The Indigenous Marathon Foundation (IMF) is a health promotion charity established in 2013 by world marathon champion and 1983 Australian of the Year, Robert de Castella AO MBE.

The Indigenous Marathon Project, the flagship program of IMF, annually selects a squad of 12 young Indigenous Australians, aged 18-30, to train for the world’s most iconic running event, the New York City Marathon. By the time they cross the finish line, their lives have changed forever.

IMP showcases and celebrates our Indigenous culture and people in a powerful way, creating inspirational role models and heroes, who come back from New York inspired, as qualified coaches and fitness leaders, and with a purpose to take others on a journey of self-empowerment.

IMF’s approach is to believe one person can change the world. The ripple created by our graduates and Deadly Runners spreads quickly across and around the nation.


The IMF has witnessed incredible success and life-changing stories since 2010. We need your help to continue providing and expanding our programs into the future. Funds raised from the de Castella Run will enable IMF to deliver programs specifically designed to target the mental health issues many Indigenous people face, and equip our young leaders with the skills to tackle the big issues and drive change in their families and communities.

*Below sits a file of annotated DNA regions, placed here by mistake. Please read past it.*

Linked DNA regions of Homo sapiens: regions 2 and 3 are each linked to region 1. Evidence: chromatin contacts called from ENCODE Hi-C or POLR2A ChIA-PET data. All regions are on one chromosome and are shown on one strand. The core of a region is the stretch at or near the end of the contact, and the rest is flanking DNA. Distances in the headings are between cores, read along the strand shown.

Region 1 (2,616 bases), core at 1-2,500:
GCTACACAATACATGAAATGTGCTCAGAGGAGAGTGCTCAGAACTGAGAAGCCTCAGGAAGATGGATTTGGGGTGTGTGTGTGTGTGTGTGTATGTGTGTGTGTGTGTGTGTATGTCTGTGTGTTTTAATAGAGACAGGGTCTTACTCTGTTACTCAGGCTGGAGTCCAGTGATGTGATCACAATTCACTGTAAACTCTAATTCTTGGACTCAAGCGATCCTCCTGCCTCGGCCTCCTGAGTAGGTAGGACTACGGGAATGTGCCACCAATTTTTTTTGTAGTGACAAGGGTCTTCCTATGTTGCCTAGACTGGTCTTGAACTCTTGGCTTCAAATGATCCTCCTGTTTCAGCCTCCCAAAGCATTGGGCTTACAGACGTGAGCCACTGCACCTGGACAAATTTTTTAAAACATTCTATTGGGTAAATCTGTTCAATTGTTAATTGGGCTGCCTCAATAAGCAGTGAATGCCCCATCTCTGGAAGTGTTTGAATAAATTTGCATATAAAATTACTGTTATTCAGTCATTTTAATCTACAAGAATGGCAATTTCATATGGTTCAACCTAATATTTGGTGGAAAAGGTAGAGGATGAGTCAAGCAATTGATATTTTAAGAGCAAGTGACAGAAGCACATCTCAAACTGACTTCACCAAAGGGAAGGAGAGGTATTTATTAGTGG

These young leaders demonstrate first-hand the impact and outcomes being achieved by IMP.

Charlie Maher, first Indigenous Australian to run the New York City Marathon in 2010

IMP has had a great effect on my family, which really makes me feel so proud. I work so hard for events and train hard because I want to inspire them. I have a big family back home in Alice Springs, and when they see me in the newspaper, on TV or the internet, they all feel proud that they are related to me. They start to change their lives to be active and healthier and their kids see this and see that this is the right way to live. I’m so very proud that I not only have a huge impact on my family and community but everyone, and I couldn’t do this without the support of IMP. It has given me wonderful opportunities and for that I’m truly grateful.

Nadine Hunt, previous and first IMP graduate to be employed by IMF

Now I am stable, successful, courageous, strong, and most importantly, confident. Confident to lead, and set positive examples for those watching. Without IMP I wouldn’t have the life basics, I would not have stability, I would not have travelled the world to run in international marathons, I would not have the skills to help my community through running.

Elsie Seriat, second from left with her two sisters, mother and Rob de Castella at the 2016 Thursday Island Running Festival

IMP means family and opportunities. It’s like being given a second chance to believe and achieve greater things. I love the whole concept of this project and what it does with Graduates in community, spreading a positive message to people by using running as a tool for health promotion.

Click here to read more about Elsie Seriat in IMF Graduate Stories.

Indigenous Marathon Graduate, Lovett-Murray, 30, is one of 12 women in the ‘This Girl Can’ campaign, which aims to help women overcome feelings that stop them from being active, including judgement, intimidation and embarrassment.

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Thank you for supporting the Indigenous Marathon Project. For more information on IMF please visit

For further information about sponsorship and fundraising, please contact IMF Fundraising and Partnerships Manager Peta MacKinnon at